During the 16 intervening years, Pharma has returned Mr. Tapper’s favor by aggressively promoting his career. Pfizer shamelessly sponsors Tapper’s CNN news show, announcing its ownership of the space — and Mr. Tapper’s indentured servitude — before each episode with the loaded phrase: “Brought to you by Pfizer.” Under the apparent terms of that sponsorship, CNN and Tapper provide Pfizer a platform to market its products and allow the drug company — a serial felon — to dictate content on CNN. This arrangement has transformed CNN’s The Lead with Jake Tapper into a propaganda vehicle for Pharma and effectively reduced Mr. Tapper to the role of a drug rep — shamelessly promoting fear porn, confusion, and germophobia, and ushering his audience toward high-yield patent pharmaceuticals. Tapper’s main thrust during the pandemic has been to promote levels of public terror sufficient to indemnify all the official lies against critical thinking.
This one is easy: anything to do with Democrats.
Select committees come and go, with varying impact. The growing risk of Nancy Pelosi’s January 6 Committee is that it will be remembered for all the wrong reasons. A year after the riot, it’s a fair time to evaluate what that committee has and hasn’t accomplished since its summer creation. By its charter, the committee is assigned with investigating “the facts, circumstances and causes” of the event, as well as those “relating to the preparedness and response of the United States Capitol Police” and other law-enforcement agencies. The country would hugely benefit from a straightforward accounting of that day. Committee members have so far met with some 300 witnesses, received thousands of documents, and subpoenaed some 50 individuals, as well as phone and bank records.
The committee’s leaks, and releases of White House text messages, have provided color, while its litigation and contempt citations have kept the press in gravy. Yet the body’s near-manic focus on Donald Trump’s culpability (the facts of which have been known for a year) has also meant it has produced little that’s new. On “Face the Nation” this week, the committee’s Vice Chairman Elizabeth Cheney waxed about the committee’s “tremendous progress,” yet cited as her only example that it now had “firsthand testimony” that “President Trump was sitting in the dining room next to the Oval Office, watching on television as the Capitol was assaulted.” “Six hours of paralysis: Inside Trump’s failure to act after a mob stormed the Capitol,” was a headline from a Jan. 11, 2021, story in the Washington Post, which reported the president “was too busy watching fiery TV images of the crisis unfolding” to listen to pleas from family and colleagues to intervene.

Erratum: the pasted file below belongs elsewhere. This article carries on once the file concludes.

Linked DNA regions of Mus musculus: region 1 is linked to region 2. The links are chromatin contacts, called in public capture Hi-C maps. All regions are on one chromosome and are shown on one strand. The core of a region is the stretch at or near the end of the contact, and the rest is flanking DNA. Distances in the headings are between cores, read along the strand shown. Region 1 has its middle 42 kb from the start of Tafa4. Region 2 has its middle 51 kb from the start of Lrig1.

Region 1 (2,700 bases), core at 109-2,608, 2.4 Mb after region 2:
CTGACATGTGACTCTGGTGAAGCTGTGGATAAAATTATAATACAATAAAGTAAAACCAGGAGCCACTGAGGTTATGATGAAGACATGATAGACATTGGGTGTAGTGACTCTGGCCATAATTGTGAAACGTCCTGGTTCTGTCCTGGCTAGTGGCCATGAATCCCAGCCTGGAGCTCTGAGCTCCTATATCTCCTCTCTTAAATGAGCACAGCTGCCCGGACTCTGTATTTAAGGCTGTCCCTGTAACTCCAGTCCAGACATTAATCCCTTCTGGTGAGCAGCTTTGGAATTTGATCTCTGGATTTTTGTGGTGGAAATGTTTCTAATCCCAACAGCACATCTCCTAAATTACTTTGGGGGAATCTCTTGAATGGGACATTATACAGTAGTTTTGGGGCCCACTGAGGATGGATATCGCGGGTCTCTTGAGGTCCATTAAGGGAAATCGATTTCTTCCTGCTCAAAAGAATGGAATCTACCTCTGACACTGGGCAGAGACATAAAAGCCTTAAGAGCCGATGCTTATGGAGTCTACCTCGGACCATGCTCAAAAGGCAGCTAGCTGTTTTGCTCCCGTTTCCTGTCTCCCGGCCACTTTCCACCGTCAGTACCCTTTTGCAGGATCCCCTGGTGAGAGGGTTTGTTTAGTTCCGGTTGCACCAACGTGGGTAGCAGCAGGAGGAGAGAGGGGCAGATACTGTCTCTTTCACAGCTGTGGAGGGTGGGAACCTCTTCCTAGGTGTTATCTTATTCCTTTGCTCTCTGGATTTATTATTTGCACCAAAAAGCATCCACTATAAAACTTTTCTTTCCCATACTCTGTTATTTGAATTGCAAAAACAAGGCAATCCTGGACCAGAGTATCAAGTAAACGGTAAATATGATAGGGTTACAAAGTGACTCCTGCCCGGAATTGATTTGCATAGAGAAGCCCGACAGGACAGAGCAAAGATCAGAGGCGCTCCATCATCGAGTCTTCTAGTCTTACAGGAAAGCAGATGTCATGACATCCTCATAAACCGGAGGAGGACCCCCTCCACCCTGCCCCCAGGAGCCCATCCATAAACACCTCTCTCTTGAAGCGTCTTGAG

Thanks to the committee we now know where Mr. Trump lounged, and how many people he ignored. More notable is what the committee has failed to find. Members made no secret they hoped to prove a coup plot run from the White House. Yet in all its 725 prosecutions, the Justice Department hasn’t presented a scintilla of evidence supporting the hypothesis. Neither has the committee—even after 300 witnesses, or texts of the former White House chief of staff. Twisting in the wind are the urgent issues the committee won’t explore. In a memo this week to colleagues, Illinois Rep. Rodney Davis—the ranking Republican on the House Administration Committee, which has jurisdiction over the Capitol complex—noted that the select committee, a year after the riot, is “no closer to finding out what led to the catastrophic security failure,” even as the security situation has arguably deteriorated because of Capitol Police resignations and poor morale.
Between 2002 and 2004, Craig Murray was the British ambassador to Uzbekistan.